Oppenheimer tent city must go, says Vancouver Mayor Gregor Robertson
Possible evidence of a homicide hidden in one of the tents is cited by police as a reason the camp must go
Due to policing costs, serious concerns over health and safety of campers and due to the recent change in weather, the City of Vancouver says the time has come to strike camp at Oppenheimer Park.
Mayor Gregor Robertson held a press conference Thursday to explain some of the reasons why the city is seeking an injunction from B.C. Supreme Court to have the campsite dismantled.
"It's really time that the encampment comes down and the park is returned to its natural state for the community," he said.
"We're looking forward to a peaceful resolution, but we want to ensure that we've gone through the right process with the courts."
Robertson said conditions at the site have deteriorated and the city and police need to ensure that people are safe.
One of the many allegations made in a police affidavit supporting the removal of the Oppenheimer Park protest camp is that one of the tents may contain evidence of a homicide.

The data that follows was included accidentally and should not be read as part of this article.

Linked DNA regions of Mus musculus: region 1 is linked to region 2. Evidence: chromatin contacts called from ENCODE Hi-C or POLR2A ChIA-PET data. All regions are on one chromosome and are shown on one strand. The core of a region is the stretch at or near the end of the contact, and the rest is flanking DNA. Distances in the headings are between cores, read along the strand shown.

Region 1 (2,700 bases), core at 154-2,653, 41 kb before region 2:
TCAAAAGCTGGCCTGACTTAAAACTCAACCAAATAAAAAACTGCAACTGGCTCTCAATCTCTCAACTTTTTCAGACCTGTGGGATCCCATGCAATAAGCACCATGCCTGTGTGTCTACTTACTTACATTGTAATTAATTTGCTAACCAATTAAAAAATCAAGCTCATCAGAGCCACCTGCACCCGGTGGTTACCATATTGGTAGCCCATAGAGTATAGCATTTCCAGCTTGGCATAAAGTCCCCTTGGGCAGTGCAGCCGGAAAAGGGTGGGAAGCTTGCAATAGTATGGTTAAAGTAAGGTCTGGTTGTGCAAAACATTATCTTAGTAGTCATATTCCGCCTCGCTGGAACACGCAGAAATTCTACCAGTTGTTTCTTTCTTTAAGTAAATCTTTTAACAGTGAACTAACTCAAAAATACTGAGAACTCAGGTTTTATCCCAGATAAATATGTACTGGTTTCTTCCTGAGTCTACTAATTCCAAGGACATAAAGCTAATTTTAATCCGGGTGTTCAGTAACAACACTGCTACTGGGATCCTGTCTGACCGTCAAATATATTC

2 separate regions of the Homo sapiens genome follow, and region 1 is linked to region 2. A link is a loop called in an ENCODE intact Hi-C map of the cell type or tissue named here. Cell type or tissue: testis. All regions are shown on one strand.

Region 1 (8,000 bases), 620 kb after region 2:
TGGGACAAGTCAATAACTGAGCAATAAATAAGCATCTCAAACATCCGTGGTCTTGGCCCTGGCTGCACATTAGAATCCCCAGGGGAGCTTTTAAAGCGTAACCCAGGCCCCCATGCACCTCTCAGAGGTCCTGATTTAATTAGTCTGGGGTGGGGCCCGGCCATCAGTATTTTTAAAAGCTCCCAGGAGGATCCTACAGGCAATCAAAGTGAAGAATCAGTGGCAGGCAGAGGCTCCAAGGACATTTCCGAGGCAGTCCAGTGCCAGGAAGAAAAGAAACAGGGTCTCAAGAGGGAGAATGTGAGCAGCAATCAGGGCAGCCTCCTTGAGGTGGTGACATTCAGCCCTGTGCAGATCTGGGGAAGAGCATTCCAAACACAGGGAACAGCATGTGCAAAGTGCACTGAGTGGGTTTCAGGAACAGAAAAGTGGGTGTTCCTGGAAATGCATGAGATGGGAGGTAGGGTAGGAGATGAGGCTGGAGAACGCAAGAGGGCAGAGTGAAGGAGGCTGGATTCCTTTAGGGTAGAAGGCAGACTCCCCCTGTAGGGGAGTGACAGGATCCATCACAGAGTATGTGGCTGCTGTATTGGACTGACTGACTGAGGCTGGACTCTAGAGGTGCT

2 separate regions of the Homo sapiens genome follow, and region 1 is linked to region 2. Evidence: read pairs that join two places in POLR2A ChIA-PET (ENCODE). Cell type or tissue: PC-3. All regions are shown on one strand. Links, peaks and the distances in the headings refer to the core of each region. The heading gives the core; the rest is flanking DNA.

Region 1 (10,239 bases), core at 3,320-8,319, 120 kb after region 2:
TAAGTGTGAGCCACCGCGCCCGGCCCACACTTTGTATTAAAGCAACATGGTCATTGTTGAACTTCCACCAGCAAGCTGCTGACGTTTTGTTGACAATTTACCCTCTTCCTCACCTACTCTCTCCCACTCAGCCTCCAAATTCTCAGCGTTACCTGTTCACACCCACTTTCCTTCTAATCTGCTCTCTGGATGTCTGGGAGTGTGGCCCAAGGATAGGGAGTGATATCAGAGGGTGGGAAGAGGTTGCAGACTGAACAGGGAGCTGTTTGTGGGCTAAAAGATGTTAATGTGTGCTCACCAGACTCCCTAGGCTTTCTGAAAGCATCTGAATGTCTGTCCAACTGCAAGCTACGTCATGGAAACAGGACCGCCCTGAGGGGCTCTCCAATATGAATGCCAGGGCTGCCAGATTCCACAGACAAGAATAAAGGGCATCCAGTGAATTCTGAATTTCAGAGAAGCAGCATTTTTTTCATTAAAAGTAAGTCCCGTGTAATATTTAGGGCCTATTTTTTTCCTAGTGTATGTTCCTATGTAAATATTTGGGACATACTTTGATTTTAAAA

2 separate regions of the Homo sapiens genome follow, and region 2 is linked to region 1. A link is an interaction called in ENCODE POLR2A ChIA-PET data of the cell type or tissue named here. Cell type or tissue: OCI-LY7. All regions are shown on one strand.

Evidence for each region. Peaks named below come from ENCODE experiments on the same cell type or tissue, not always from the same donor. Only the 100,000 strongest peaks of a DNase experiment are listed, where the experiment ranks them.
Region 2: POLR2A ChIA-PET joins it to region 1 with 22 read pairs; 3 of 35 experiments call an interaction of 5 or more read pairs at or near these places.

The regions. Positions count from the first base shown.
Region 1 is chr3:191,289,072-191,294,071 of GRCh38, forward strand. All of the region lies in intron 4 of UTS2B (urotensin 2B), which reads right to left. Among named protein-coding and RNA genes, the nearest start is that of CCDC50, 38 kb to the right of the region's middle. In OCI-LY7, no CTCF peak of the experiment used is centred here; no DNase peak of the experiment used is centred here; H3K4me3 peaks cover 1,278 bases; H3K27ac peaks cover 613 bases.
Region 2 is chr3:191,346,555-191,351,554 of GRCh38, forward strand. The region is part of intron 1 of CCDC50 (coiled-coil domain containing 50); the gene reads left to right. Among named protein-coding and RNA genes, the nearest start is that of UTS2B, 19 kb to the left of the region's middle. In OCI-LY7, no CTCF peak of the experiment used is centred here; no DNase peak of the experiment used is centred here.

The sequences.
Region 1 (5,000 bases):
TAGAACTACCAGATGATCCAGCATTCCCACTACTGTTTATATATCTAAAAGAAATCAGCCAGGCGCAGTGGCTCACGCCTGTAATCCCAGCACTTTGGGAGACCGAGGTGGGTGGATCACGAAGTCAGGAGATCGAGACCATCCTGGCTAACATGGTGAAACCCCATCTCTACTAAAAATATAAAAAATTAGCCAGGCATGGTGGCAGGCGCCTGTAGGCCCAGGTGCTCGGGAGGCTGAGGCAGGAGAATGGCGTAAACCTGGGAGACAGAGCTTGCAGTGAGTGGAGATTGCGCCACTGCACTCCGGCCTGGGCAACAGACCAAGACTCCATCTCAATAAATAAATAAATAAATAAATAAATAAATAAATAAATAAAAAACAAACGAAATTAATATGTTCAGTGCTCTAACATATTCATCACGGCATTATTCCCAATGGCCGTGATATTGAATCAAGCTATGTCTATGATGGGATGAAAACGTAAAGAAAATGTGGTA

The affidavit of Insp. Howard Chow also claims that, among the various actions police have undertaken around the tents and campsites, officers seized various weapons and caught a convicted sex offender in the park's playground.
In total, the Vancouver Police Department says it estimates it has spent $75,000 on overtime since the camp sprung up in mid-July.
Robertson said the city wants to ensure that the homeless people who are camping at the park find appropriate places to go.
The City of Vancouver says shelter spaces are available and that 40 campers have already left the park and moved into housing with the assistance of B.C. Housing and the city's housing outreach team.
Robertson said there are still 50 people on a waiting list to move from the park into housing, and there are possibly another 50 or more people in Oppenheimer Park who are believed to be homeless.
Representatives from the city will be in B.C. Supreme Court Monday seeking the injunction.
With files from the CBC's Jason Proctor and Bal Brach